I was born in the aftermath of the Holocaust and the creation of Israel, which was a time when our nation, appalled by the Nazi genocide and our own refusal to intervene to prevent this humanitarian disaster, discarded its crypto-scientific immigration and social policy of eugenics that regarded Jews and other non-North European populations as genetically inferior, embraced humanitarian rescue as a legitimate national objective, and perceived Israel as a beacon not just of safe haven for the Jewish people but as a vibrant social experiment and political miracle founded on principles of social justice, gender equality, and illimitable optimism. One by one, the barriers to Jewish integration into American society began to crumble – restrictions in higher education, housing, professional access and advancement, and public displays of religious symbology.
Yet, my parents in my early childhood opted to move to Skokie, Illinois, which remains one of the nation’s main urban Jewish enclaves – an evocation of the shtetl experience of their parents –that would ultimately become emblematic of Jewish solidarity when it mounted a community-wide resistance to the American Nazi Party’s march in 1978, But for me, living in a predominantly Jewish suburb provided security, good schools, two-parent households, and an overabundance of delis – all of which imbued me with confidence that I was living in a microcosm of a larger, pluralistic, and tolerant nation.
I have maintained an easy-going comfort with being Jewish that is expressed largely by my association with peoplehood, my commitment to the moral message of our faith, and my belief in the transformative power of hope. I waltz in and out of Jewish religious observance but remain steadfast in my self-identification as a Jew. I love the rich diversity of humanity that comprises the American mosaic and do my best to bring a Jewish voice to those of divergent ethnic, racial, and religious traditions. I do not feel a conflict between my identity as a Jew and an American and resist seeing flashpoints of conflict between these two formative influences. I am civically active but bring a publicly expressed Judaic sensibility to my contributions to social justice and social action. I have stumbled during the course of my life on isolated instances of antisemitism that I have had the luxury of dismissing as ignorant bigotry rooted in an anachronistic era.
My illusions of safety and security have been challenged although not shattered by the attacks on Jews in Pittsburgh, Poway, Jersey City, and Monsey; the pervasive security precautions now required at Jewish synagogues, communal meetings, and institutions; the fission of concern at Jewish communal gatherings at the presence of an unknown figure; the antisemitic vitriol that now appears on social media and even mainstream politics; the appearance of swastikas and vandalism recurrently targeted at Jewish institutions; the ignorance and/or outright denial within the general society of the Holocaust and, more broadly, the episodes of persecution that pockmark the Jewish historical experience; the jingoism rather than moral leadership of those in leadership positions to recognize the root causes of this pathology; the alarming increase in the FBI statistics on antisemitic incidents.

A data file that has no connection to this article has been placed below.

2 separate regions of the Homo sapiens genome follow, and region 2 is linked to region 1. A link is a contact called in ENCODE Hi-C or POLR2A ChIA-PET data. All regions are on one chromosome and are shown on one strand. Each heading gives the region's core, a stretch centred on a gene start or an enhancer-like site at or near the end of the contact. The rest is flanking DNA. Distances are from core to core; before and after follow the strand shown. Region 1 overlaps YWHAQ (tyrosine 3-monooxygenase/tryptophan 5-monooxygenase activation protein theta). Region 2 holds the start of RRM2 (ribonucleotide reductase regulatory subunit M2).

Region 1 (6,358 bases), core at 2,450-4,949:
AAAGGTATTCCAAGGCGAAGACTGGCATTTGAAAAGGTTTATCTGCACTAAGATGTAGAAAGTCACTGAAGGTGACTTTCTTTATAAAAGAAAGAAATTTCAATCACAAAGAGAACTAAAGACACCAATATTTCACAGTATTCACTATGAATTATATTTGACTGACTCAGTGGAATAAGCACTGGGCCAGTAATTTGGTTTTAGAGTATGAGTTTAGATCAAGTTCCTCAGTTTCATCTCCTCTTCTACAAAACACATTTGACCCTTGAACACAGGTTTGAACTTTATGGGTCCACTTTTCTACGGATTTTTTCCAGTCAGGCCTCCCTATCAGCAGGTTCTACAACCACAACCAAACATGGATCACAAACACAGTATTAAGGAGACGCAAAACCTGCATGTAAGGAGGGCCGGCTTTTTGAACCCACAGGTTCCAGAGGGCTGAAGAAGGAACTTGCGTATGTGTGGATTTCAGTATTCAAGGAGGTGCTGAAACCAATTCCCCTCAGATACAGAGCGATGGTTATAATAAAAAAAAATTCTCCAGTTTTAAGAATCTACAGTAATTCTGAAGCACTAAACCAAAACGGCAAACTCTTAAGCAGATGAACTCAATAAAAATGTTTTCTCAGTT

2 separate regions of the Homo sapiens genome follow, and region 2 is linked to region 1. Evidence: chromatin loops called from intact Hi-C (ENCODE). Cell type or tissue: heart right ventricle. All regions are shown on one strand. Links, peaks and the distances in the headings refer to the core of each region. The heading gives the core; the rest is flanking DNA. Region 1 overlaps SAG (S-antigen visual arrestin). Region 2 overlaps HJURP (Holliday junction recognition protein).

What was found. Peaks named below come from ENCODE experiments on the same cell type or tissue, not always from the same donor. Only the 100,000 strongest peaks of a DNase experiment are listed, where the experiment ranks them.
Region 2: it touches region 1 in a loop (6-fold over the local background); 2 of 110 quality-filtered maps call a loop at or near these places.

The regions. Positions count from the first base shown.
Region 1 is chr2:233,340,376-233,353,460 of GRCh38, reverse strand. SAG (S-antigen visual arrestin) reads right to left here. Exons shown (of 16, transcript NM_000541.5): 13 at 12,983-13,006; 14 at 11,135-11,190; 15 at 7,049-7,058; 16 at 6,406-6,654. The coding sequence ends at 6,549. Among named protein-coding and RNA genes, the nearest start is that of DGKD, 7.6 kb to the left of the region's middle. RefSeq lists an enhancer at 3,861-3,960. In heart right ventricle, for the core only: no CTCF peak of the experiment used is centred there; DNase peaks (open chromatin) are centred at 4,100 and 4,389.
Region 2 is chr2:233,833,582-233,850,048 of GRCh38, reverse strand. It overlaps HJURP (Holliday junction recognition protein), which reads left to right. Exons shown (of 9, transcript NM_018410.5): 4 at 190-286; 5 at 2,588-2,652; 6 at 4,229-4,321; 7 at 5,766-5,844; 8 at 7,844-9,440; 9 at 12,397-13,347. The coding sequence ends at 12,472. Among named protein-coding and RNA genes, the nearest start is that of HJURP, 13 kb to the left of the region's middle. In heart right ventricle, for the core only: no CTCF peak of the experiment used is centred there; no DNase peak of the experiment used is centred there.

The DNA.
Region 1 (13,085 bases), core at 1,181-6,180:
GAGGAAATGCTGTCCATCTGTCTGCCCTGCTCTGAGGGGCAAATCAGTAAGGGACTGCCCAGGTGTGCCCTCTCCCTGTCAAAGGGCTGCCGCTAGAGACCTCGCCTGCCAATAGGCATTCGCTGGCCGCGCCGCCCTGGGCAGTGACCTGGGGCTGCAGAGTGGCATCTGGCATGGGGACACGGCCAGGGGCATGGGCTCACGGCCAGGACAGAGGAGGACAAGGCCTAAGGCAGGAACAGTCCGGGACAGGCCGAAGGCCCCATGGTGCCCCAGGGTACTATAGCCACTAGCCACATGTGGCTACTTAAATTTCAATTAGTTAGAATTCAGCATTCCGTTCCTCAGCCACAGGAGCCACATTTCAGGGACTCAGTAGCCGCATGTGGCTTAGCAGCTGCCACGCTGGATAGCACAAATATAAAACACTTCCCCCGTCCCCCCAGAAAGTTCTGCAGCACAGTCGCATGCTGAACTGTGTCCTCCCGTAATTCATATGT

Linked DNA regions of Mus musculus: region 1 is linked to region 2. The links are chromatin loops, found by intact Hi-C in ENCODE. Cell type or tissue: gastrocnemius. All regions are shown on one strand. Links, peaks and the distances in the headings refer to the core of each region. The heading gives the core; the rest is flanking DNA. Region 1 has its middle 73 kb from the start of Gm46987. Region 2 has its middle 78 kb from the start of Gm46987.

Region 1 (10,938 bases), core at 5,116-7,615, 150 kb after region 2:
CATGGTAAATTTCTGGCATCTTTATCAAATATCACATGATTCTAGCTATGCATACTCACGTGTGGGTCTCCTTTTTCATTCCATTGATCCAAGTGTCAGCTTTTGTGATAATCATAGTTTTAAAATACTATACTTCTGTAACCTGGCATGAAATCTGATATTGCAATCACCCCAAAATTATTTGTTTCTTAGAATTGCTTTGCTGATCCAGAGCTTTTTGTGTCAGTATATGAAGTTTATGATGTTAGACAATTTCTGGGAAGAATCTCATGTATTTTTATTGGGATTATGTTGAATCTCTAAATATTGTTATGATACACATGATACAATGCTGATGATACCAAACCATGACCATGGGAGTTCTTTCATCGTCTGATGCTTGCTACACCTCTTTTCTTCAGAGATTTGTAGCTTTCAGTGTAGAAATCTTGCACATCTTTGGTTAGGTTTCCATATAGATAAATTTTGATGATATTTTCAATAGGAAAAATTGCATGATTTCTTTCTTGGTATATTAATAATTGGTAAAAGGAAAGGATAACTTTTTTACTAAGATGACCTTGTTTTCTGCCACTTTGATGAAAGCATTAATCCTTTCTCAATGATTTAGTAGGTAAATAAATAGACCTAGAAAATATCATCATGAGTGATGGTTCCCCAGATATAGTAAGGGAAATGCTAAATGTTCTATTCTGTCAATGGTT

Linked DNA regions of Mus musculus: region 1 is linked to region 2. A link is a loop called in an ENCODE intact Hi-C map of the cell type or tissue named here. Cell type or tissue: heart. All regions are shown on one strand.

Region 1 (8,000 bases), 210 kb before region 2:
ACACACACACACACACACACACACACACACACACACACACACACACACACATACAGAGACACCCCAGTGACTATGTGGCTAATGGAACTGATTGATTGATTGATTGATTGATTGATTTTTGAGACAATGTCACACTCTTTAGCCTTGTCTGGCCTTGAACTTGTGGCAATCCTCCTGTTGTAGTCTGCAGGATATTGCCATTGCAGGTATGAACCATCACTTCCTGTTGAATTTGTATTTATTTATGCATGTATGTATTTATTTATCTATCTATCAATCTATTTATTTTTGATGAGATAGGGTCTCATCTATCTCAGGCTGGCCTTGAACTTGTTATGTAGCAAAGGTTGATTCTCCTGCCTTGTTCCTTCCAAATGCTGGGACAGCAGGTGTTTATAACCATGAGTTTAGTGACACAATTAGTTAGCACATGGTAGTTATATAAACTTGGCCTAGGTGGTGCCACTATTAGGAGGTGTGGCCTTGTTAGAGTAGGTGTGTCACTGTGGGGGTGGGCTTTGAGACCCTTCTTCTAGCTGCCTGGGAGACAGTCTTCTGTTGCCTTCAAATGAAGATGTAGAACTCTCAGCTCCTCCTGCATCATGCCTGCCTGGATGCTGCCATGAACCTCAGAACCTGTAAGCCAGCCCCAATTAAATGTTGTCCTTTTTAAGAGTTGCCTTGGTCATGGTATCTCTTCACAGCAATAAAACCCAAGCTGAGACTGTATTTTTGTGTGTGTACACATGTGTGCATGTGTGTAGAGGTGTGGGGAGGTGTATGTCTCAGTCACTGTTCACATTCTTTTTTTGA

There are multiple pathways leading to antisemitism – an abject fear of the “other;” religious bigotry toward a people who do not subscribe to core religious tenets of the dominant population; the political rhetoric espoused by both the Right and the Left; resentment at the economic position and accomplishments of the American Jewish community; a perception that Jews are arrogant and insular; nativism that regards Jews as divergent and therefore antithetical to the established social order and national experience.
But antisemitism does not exist in a vacuum. Rather, it exists as a subset of a broader social pathology that injects fault lines into the body politic along racial, ethnic, class, gender, and/or religious lines. The one foundational requirement for antisemitism is a taxonomy of the “us vs. them” followed by a judgment holding that the “us” is good and worthy and the “them” is threatening and evil. I cannot accept as an operative principle for my own life or for our nation that people are created with different degrees of worth, dignity, or claims to equality. Whether life springs from the masterwork of a deity or as a biological, evolutionary function, there cannot be any justification for gradations in the essential value of human beings, much less social policy of exclusion, minimization, and stratification.
I have now two infant grandchildren and am acutely aware of the journey I will take in their lives, running from an involved corporeal figure who ultimately will be transmogrified into an ingested whisper within their souls. I can neither predict the America in which they will live nor preordain my legacy in their lives. But my one fervent hope is that they will remain true to their faith and their people and a blessing to others regardless of their faith or identity so as to be grounded in faith, community, and heritage but indispensably connected with the broad and rich diversity of voices, ethnicities, religions, and creeds – that amalgam of humanity itself – that comprise the American mosaic.
Robert D. Aronson is an immigration attorney at Fredrikson & Byron. He is concurrently the Chair of HIAS, the nation’s oldest refugee rights organization and the agency of the American Jewish community providing refugees globally of all faiths and backgrounds with protection, dignity, and life-saving services.